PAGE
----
INDUSTRIAL RELATIONS ACTS, 1946 TO 1990
SECTION 26(1), INDUSTRIAL RELATIONS ACT, 1990
WOODFAB TIMBER LTD
(REPRESENTED BY IRISH BUSINESS AND EMPLOYERS' CONFEDERATION)
- AND -
SERVICES INDUSTRIAL PROFESSIONAL TECHNICAL UNION
Chairman: Ms Jenkinson
Employer Member: Mr Keogh
Worker Member: Mr. Somers
1. Shift Lead-In/Retention Payment
2. Woodfab Timber Limited is located in Aughrim, Co. Wicklow and employs 64 people. The current owners purchased the business from the Smurfit Group in February, 1998. The dispute concerns the Union's claim for a shift lead-in/retention payment in the event of the workers going on shift work or being removed from shift work. It argues that under the previous owners the workers retained their shift allowance for a period of between 4 weeks to 12 weeks after they were removed from shift.
The Company's position is that the business is losing money and that shift work has always been an integral part of the business and it must retain the facility to implement shift work at its discretion. The matter was the subject of a conciliation conference held under the auspices of the Labour Relations Commission. As agreement could not be reached, the dispute was referred to the Labour Court on the 30th of June, 1999 under Section 26 (1) of the Industrial Relations Act, 1990. A Labour Court hearing took place in Wicklow on the 1st of March, 2000. The first date suitable to the parties.
3. 1. The workers are seeking an understanding which would incorporate a period of payment of the shift allowance prior to going on shift and a period of payment when coming off shift.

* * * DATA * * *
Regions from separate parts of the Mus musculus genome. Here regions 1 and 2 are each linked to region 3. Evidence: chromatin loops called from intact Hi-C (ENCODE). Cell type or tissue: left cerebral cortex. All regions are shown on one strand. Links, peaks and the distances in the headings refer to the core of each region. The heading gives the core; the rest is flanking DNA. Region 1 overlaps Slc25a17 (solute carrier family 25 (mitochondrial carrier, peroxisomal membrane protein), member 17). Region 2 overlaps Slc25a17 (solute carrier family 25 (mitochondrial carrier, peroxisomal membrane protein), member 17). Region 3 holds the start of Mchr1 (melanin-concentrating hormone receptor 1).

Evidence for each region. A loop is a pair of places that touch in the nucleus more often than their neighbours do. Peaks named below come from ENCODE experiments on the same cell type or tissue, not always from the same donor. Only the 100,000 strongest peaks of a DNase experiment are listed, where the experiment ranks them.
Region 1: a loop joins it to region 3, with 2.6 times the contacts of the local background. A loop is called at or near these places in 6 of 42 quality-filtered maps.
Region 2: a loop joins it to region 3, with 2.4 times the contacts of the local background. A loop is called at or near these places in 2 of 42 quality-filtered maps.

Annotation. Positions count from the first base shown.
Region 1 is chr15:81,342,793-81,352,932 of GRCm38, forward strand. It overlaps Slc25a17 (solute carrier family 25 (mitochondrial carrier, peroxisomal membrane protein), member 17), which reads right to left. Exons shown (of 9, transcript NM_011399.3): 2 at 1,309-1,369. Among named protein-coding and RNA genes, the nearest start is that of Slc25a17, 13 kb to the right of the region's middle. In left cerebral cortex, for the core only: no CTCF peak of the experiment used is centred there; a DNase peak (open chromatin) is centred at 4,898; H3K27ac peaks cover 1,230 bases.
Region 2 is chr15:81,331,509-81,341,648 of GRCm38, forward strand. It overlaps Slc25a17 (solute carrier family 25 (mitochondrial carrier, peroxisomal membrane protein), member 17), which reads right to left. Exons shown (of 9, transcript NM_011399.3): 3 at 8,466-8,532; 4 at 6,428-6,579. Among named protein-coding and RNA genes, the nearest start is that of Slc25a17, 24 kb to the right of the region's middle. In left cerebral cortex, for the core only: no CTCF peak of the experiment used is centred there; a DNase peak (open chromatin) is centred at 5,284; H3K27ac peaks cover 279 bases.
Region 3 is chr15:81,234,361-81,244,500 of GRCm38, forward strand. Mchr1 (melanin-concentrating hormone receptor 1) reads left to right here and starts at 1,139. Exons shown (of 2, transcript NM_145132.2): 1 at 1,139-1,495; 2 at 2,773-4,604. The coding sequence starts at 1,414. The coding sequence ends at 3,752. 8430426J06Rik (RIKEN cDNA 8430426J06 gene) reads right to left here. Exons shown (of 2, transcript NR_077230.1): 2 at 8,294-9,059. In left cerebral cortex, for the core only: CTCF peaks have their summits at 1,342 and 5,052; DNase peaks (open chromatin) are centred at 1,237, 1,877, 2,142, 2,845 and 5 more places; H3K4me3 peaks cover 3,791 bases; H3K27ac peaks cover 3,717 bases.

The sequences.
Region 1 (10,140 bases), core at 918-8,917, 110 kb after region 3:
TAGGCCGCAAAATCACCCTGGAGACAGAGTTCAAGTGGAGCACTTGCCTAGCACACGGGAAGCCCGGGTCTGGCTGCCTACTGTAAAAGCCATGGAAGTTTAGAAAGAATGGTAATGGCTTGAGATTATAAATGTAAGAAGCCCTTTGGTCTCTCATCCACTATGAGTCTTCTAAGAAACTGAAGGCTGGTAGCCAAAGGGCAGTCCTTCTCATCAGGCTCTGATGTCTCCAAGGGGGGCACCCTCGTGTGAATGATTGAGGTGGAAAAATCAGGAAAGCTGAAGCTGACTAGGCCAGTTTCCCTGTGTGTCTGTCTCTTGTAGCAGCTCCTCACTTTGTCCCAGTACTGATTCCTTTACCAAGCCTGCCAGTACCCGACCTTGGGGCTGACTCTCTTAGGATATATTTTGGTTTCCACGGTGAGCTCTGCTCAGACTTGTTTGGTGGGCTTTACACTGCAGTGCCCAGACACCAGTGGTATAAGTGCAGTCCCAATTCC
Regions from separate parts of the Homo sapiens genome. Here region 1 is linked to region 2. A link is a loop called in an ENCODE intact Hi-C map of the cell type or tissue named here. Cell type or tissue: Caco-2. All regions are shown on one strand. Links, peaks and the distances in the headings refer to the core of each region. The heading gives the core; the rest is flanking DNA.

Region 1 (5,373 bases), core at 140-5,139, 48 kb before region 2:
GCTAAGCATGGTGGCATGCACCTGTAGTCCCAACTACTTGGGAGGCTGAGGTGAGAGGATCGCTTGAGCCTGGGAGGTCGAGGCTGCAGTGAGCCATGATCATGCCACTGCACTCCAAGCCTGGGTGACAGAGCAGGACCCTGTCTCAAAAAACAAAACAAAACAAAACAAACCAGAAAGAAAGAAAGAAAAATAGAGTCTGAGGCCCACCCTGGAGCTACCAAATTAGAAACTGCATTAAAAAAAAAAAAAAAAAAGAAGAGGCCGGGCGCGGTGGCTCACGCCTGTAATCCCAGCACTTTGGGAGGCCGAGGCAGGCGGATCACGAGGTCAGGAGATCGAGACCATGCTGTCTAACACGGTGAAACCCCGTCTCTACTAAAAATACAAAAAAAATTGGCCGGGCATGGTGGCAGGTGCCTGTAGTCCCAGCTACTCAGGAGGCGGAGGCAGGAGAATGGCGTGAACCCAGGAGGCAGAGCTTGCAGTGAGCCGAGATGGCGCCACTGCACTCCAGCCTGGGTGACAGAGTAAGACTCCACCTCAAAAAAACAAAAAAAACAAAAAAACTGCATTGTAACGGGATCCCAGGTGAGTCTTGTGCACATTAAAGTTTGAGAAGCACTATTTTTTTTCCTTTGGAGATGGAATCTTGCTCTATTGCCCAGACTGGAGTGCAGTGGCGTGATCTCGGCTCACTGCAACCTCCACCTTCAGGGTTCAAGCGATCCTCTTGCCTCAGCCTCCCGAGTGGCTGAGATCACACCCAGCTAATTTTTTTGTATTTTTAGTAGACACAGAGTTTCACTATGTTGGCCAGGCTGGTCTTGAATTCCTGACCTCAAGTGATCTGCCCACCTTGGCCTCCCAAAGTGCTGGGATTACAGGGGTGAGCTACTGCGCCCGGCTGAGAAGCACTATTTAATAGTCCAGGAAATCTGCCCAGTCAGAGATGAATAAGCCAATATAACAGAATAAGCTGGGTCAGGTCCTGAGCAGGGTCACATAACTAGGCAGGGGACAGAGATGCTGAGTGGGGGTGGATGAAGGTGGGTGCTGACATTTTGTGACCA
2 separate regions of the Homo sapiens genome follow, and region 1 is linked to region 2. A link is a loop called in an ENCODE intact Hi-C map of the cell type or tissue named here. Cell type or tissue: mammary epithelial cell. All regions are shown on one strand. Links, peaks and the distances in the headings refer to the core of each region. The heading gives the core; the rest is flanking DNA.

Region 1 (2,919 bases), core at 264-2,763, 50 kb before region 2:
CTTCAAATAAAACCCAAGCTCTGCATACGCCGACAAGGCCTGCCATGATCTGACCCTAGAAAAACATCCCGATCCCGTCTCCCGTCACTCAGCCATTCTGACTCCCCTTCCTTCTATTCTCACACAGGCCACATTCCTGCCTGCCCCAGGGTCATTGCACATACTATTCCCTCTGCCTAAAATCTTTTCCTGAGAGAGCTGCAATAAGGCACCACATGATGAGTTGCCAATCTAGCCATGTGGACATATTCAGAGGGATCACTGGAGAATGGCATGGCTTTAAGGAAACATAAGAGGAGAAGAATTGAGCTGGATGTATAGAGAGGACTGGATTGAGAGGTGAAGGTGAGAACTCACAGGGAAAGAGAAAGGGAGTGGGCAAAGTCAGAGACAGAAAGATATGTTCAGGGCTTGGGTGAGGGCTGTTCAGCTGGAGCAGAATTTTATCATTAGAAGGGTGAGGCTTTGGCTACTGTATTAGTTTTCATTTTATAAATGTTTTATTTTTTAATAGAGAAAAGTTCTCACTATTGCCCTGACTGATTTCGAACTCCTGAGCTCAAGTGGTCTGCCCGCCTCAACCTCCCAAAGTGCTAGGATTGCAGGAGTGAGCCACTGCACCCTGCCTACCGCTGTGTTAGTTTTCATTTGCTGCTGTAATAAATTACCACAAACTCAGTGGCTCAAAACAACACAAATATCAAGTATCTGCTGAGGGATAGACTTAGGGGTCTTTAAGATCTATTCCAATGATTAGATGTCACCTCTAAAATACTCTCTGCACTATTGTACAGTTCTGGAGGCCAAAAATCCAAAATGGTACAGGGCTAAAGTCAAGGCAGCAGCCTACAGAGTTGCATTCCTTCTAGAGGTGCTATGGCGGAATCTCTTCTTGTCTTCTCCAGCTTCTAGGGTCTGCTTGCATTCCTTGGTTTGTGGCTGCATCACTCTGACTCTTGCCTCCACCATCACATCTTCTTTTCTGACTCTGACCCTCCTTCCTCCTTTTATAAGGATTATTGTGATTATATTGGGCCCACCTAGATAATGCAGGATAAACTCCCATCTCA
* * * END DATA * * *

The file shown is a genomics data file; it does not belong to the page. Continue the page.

2. Under the previous employer the workers were paid the shift allowance for a number of weeks after coming off shift.
3. The employees' basic rate of pay is low and as a result there is a greater dependence on shift payments.
4. 1. The Company purchases 95% of it's supply from Coillte. As Coillte gives no guarantee of log supply, the supply of raw material can increase or decrease at short notice. This can have the knock-on effect of increasing or decreasing the level of shift work required.
2. Shift work has always been an integral part of the business and the company must retain the facility to implement shift work at its discretion.
3. In certain areas of the business the Company operates on a seasonal basis. It is therefore, important that the Company retains the right to operate and step down from shift work in order to take advantage of favourable supply opportunities.
4. The Company has offered the employees the option of shift working and is prepared to give shift employees 2 weeks' notice of either going on or coming off shift. This is reasonable given the Company's competitive position and the nature of the industry. In the circumstances the Company is requesting that, the Labour Court recommend that the Union accept the Company's offer of two weeks notice for either going on or coming off shift.
The Court recommends that the company's offer to shift workers should be amended to the following:-
- two weeks' notice of going on shift.
- four weeks' notice of coming off shift, in the event of such notice not been given, the Company should pay the shift premium for the outstanding period.
This offer is not intended to apply to those who are on shift on a casual basis e.g. covering for employee who is out sick, etc.
Signed on behalf of the Labour Court
27 March, 2000______________________
Enquiries concerning this Recommendation should be addressed to Fran Brennan, Court Secretary.